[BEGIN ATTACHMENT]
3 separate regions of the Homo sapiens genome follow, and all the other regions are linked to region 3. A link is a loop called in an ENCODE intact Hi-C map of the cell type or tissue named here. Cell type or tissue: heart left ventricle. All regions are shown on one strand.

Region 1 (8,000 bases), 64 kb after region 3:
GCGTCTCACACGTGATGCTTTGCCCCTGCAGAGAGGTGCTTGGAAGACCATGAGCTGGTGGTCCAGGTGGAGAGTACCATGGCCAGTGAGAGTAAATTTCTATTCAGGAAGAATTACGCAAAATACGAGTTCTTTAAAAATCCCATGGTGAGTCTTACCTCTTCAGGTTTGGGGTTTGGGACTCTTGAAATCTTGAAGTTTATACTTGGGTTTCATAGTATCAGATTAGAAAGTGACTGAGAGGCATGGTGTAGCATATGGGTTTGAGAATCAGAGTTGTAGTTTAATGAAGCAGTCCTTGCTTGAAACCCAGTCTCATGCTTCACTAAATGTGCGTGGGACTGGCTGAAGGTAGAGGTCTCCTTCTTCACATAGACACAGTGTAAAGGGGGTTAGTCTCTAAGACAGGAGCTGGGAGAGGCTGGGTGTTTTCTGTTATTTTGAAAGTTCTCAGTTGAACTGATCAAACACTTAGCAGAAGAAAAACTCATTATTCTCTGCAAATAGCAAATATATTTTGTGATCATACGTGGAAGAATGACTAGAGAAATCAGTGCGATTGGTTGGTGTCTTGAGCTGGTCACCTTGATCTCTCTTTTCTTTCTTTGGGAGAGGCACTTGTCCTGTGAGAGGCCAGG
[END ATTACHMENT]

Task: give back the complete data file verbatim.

3 separate regions of the Homo sapiens genome follow, and all the other regions are linked to region 3. A link is a loop called in an ENCODE intact Hi-C map of the cell type or tissue named here. Cell type or tissue: heart left ventricle. All regions are shown on one strand.

Region 1 (8,000 bases), 64 kb after region 3:
GCGTCTCACACGTGATGCTTTGCCCCTGCAGAGAGGTGCTTGGAAGACCATGAGCTGGTGGTCCAGGTGGAGAGTACCATGGCCAGTGAGAGTAAATTTCTATTCAGGAAGAATTACGCAAAATACGAGTTCTTTAAAAATCCCATGGTGAGTCTTACCTCTTCAGGTTTGGGGTTTGGGACTCTTGAAATCTTGAAGTTTATACTTGGGTTTCATAGTATCAGATTAGAAAGTGACTGAGAGGCATGGTGTAGCATATGGGTTTGAGAATCAGAGTTGTAGTTTAATGAAGCAGTCCTTGCTTGAAACCCAGTCTCATGCTTCACTAAATGTGCGTGGGACTGGCTGAAGGTAGAGGTCTCCTTCTTCACATAGACACAGTGTAAAGGGGGTTAGTCTCTAAGACAGGAGCTGGGAGAGGCTGGGTGTTTTCTGTTATTTTGAAAGTTCTCAGTTGAACTGATCAAACACTTAGCAGAAGAAAAACTCATTATTCTCTGCAAATAGCAAATATATTTTGTGATCATACGTGGAAGAATGACTAGAGAAATCAGTGCGATTGGTTGGTGTCTTGAGCTGGTCACCTTGATCTCTCTTTTCTTTCTTTGGGAGAGGCACTTGTCCTGTGAGAGGCCAGG